Living Situations and Social Support in the Era of Extended Foster Care: A View from the U.S.

Nathanael J Okpych, Huiling Feng, Keunhye Park, Adrianna Torres-García, Mark Courtney


Social support is important for promoting resiliency and decreasing the occurrence and impact of negative life events as foster youth transition to adulthood. However, the types and amount of support may vary by where youth are placed. Additionally, it is not known whether state policies that extend the foster care age limit beyond age 18 are associated with greater social support. This paper examines how types and sources of social support vary by youths’ foster care placement and foster care status at age 19. Data come from the CalYOUTH Study, a representative sample of youths in California foster care where 611 participants were interviewed at ages 17 and 19. Information was gathered on youths’ perceived adequacy of three types of social support (emotional, tangible, and advice/guidance) and their sources of support (family, peers, and professionals). Overall, a third or more of the particpants reported having inadequate support in each of the three support domains, which calls for renewed efforts to ensure that foster youth have adults they can rely on as they transition to adulthood regardless of where they happen to be living. After controlling for prior social support and other characteristics, youth in foster homes with relatives had less contact with professionals than did youth in other placements. In-care youth were more likely than out-of-care youth to have adequate advice and tangible support and to identify a professional as a support. These findings provide early support for the role of extended care in linking youth to important social resources.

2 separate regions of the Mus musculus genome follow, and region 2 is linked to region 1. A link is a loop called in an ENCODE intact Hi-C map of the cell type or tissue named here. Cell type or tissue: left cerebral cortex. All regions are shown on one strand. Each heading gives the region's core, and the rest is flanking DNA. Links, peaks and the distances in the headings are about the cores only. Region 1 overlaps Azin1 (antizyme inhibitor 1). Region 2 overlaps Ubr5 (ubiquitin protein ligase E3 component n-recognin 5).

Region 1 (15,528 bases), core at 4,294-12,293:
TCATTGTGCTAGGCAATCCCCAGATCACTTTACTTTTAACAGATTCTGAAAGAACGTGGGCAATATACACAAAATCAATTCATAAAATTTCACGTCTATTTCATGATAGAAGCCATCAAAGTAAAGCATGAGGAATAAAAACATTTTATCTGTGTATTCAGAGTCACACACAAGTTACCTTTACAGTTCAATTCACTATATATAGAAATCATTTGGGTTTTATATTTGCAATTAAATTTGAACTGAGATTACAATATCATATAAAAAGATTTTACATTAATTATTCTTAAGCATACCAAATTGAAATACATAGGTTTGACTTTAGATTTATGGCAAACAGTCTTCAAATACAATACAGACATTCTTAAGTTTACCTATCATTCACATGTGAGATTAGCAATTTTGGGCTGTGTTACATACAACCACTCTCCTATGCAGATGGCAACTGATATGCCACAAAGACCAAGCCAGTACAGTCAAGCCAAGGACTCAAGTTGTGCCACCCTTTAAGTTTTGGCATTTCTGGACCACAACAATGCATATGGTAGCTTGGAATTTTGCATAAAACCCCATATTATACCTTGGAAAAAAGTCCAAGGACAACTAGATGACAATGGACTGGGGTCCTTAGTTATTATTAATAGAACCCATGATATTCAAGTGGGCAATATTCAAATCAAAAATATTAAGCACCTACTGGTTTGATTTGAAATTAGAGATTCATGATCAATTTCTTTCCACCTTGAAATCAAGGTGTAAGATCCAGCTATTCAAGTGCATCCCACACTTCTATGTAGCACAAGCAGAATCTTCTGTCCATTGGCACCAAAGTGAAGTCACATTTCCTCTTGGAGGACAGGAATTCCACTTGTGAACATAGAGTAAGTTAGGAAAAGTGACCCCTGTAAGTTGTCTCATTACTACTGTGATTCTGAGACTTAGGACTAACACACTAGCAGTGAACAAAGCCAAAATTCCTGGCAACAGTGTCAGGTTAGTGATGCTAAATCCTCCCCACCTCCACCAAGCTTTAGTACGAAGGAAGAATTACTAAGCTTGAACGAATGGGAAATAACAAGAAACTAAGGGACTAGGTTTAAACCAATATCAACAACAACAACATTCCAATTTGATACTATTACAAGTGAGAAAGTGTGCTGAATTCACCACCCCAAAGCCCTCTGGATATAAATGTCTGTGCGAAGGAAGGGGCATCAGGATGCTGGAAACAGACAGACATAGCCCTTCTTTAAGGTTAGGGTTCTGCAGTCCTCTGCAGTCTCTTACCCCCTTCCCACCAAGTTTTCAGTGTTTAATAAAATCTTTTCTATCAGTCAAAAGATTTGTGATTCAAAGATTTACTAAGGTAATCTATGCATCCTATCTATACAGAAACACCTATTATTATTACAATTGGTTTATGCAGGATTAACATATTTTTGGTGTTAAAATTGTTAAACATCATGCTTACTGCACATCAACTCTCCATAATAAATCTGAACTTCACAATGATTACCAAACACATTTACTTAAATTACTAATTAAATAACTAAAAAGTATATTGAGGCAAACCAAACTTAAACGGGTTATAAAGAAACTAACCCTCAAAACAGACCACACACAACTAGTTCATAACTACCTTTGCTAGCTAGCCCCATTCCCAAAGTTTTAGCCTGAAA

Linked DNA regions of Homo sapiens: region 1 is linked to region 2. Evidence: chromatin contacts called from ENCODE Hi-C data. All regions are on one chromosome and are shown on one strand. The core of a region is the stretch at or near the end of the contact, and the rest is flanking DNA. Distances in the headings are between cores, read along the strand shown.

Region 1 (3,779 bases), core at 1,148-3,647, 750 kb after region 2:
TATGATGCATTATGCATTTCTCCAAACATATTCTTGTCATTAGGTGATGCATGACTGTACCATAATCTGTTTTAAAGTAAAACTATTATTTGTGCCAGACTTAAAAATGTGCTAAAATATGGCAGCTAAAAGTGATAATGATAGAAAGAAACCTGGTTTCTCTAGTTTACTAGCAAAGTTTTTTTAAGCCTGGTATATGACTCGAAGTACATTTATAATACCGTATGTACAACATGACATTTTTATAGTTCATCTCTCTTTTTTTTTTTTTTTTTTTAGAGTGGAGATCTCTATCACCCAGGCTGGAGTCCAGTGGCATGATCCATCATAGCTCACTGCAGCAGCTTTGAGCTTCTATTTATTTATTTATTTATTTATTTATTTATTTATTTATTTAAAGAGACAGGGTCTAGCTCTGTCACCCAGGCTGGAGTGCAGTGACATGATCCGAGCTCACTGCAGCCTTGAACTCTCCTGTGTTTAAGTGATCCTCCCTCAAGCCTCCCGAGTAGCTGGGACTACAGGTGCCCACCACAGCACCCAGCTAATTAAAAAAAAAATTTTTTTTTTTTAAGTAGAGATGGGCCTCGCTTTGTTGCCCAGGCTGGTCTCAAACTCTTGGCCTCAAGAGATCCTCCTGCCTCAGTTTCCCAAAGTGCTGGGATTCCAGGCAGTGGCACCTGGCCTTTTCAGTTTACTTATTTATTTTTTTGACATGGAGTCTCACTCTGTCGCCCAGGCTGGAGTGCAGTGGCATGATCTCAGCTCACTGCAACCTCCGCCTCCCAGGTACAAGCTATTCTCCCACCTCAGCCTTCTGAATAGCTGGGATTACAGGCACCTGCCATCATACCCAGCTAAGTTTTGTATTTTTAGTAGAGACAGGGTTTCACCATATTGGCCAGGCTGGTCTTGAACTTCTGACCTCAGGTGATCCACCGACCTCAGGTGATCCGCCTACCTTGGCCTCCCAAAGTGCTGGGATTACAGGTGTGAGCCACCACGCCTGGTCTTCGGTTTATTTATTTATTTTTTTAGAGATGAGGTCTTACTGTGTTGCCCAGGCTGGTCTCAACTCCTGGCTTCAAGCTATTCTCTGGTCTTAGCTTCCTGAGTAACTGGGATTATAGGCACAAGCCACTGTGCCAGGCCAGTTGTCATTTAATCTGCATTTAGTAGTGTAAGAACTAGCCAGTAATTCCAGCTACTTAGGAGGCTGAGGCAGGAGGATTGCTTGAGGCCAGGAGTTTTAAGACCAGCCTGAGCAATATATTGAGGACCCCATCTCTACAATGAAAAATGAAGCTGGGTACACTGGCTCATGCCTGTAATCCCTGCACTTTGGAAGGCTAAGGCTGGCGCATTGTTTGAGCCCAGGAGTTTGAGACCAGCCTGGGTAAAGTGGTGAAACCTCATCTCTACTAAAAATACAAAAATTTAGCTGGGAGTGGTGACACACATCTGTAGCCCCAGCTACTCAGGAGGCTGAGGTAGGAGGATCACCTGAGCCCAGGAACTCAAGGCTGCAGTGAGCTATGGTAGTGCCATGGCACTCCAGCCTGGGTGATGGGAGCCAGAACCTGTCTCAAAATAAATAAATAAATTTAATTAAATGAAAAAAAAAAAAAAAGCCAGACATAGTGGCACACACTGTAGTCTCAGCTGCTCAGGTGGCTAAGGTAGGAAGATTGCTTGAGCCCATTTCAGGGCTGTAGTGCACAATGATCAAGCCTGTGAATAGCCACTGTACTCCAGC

Foster care; Social support; Transition to adulthood; Living arrangement

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Copyright (c) 2018 Nathanael J Okpych, Huiling Feng, Keunhye Park, Adrianna Torres-García, Mark Courtney